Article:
Instead, it is a bizarre combination of loose lines, accurate proportion and line quality — housed within these early sketches that tell me whether I will be drawing well or not. I am at that place as an artist. This is a great place to be.

My long-time friend Ken used to say that “drawing well was like magic dancing from your fingertips.” So right he was.

And that is what this image is for me — a quick sketch where all was right and the magic was dancing. The lines are loose, the line quality is good and the proportion is accurate.

And when it all comes together, as this sketch did, I get to do one more thing that makes what I do so special for me: I get to breathe life into it with an expression or a look.

Figure Drawing with Charcoal and Pastel

Friday, February 17th, 2012

Figure drawing of Emily (charcoal and pastel) by M-J Kelley 2012

Figure drawing was the basis of my art training and continues today as a way of keeping my skills sharp. It also happens to be my most favourite thing to do.

Both images are of the same model – Emily. I always bring with me a few sheets of smooth newsprint and a few sheets of Canson Ingres paper. I warm up with one-minute poses drawing them on newsprint and then switch to the Canson paper for the longer poses.

In addition to several charcoal pencils, I brought a few colourful pastels with me to this session. I intentionally brought odd colours. The blues are soft pastels and the orange-yellow is a hard pastel. Though both are pastels, each is extremely different to work with. The soft pastels are easily the most luxurious, but also the most difficult to work with. They “paint” the paper. You merely touch the pastel to the paper and a deep rich colour is left behind.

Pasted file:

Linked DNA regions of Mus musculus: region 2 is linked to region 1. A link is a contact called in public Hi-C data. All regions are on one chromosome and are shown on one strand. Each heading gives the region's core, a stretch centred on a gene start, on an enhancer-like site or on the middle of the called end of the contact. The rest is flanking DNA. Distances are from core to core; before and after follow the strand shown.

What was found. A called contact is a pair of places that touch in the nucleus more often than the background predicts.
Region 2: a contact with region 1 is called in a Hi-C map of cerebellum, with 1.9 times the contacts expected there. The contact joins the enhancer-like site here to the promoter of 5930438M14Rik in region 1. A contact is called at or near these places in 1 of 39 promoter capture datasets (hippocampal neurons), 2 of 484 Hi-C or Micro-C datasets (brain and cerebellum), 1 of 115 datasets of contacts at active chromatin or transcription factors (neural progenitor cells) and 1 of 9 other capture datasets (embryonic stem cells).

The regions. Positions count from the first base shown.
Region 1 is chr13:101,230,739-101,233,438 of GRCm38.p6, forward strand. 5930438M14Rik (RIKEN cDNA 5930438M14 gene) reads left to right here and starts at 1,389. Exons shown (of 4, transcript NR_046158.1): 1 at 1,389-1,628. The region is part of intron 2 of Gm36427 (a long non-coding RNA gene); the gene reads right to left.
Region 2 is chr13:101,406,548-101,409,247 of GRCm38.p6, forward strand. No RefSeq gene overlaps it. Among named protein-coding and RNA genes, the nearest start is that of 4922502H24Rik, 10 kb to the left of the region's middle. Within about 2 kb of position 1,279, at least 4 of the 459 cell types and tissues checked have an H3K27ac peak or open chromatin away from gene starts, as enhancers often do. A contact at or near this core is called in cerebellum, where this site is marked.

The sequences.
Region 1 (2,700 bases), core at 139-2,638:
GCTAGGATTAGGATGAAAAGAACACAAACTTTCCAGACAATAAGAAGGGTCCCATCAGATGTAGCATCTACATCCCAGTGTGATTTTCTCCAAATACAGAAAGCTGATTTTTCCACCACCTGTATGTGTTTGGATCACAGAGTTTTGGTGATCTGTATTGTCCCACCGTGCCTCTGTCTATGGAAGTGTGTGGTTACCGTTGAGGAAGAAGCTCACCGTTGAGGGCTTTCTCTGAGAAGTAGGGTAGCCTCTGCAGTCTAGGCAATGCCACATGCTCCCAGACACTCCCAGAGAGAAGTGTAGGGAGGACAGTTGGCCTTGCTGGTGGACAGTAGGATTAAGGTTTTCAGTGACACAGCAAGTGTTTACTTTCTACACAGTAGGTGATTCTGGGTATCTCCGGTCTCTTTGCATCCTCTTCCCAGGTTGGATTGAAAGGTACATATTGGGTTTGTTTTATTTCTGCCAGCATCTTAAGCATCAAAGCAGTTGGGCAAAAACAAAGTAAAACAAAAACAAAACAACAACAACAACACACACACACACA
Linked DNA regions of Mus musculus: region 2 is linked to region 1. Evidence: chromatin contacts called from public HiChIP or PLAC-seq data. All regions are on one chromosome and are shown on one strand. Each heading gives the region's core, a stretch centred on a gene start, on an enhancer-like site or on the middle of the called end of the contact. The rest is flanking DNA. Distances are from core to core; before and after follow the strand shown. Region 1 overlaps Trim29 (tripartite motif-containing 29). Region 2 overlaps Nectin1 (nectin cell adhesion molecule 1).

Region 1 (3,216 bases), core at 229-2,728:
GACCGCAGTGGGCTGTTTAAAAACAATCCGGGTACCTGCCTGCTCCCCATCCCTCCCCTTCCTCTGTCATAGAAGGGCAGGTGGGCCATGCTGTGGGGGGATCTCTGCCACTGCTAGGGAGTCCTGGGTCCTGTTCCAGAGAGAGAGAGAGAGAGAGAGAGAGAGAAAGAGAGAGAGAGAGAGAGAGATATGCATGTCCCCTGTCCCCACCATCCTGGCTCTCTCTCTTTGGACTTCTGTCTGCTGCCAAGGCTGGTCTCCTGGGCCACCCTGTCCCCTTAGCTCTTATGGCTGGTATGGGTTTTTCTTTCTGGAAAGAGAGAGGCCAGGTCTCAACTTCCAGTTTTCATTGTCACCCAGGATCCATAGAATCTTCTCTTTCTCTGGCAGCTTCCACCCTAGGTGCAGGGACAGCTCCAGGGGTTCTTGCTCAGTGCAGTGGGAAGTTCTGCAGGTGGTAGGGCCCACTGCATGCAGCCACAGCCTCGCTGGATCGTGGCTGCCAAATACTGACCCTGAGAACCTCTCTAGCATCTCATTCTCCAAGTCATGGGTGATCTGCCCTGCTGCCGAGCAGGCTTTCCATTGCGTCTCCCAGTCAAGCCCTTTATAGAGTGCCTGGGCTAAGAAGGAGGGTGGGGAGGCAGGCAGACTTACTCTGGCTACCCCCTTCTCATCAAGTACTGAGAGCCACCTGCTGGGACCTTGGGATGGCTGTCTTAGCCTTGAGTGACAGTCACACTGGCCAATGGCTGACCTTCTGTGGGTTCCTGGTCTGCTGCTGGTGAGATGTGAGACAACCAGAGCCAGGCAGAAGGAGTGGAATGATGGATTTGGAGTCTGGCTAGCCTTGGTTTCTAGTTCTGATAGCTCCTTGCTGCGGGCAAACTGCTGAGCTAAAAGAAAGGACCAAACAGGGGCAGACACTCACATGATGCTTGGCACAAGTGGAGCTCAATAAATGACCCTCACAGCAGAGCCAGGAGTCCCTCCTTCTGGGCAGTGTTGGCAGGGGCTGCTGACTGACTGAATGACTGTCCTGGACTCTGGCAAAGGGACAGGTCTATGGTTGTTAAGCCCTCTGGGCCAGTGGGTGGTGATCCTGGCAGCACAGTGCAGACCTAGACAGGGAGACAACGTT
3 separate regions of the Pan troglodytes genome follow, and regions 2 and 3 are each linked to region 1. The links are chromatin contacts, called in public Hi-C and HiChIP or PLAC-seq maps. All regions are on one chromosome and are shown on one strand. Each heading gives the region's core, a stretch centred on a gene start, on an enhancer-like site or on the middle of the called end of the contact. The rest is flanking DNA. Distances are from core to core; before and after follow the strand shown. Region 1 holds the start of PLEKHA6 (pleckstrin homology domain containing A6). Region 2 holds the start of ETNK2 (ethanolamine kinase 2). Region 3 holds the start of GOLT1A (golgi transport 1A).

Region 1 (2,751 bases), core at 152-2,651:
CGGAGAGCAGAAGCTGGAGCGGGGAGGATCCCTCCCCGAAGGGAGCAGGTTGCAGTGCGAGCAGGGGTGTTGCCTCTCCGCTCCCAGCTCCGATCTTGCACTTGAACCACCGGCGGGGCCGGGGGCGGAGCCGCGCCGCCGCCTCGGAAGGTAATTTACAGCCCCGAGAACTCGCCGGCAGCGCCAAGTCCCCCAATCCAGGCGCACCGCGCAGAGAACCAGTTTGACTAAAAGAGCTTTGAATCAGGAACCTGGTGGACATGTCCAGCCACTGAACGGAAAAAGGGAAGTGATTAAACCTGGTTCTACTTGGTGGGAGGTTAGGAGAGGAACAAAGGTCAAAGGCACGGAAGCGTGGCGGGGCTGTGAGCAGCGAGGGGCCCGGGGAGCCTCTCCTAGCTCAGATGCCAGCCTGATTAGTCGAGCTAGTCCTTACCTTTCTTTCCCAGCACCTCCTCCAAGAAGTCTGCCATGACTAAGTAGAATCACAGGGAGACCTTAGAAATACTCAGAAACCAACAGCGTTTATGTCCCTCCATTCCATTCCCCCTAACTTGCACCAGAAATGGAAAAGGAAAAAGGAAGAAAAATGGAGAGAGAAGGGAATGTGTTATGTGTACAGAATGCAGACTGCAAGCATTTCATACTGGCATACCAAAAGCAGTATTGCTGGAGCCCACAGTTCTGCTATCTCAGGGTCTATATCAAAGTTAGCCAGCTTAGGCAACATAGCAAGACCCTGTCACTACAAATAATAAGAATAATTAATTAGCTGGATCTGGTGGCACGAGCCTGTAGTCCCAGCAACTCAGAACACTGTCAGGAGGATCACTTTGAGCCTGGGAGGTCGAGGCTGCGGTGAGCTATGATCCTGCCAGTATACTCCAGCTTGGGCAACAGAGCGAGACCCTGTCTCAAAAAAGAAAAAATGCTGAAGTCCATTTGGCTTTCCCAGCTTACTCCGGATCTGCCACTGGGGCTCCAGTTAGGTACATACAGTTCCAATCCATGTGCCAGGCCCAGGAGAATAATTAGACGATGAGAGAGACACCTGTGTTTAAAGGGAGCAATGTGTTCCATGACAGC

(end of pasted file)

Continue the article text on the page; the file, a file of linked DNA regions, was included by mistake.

The poses are not very long so I really only have time to lay down a smattering of colour, but it is enough to bring out the idea of cool light or warm flesh.

Figure drawing of Emily (charcoal and pastel) by M-J Kelley 2012

New Year’s Fish

Sunday, January 1st, 2012

New Year's Fish (pencil, sketchbook) by M-J Kelley

It’s a new year, and I am happy to see it.

I filled up my old sketchbook in a somewhat timely manner so as to be able to start a fresh one on the first day of 2012. I even added a new pencil and eraser.

A blank page is hard enough, but the first blank page in a brand new sketchbook … well words like honour, reverence, trepidation come to mind. Still, you have to just dive in, and for some reason the phrase “sleeps with the fishes” drifted into my mind while I was drawing.

This, in and of itself, is why it is good to draw from your imagination. Because you never know what you might be thinking and to borrow from Joan Didion’s 1976 essay on Why I Write, “I write entirely to find out what I’m thinking, what I’m looking at, what I see and what it means.”

Therefore, it is of no great surprise to me that I took a blind left turn only to end up drawing a sleepy fish instead of creating a Godfather-like-thug- whacking illustration. To be honest, I know myself well enough not only to trust those left turns, but also to count on them. It makes my life interesting and allows me to see my thoughts even when I begin with a starkly blank white page.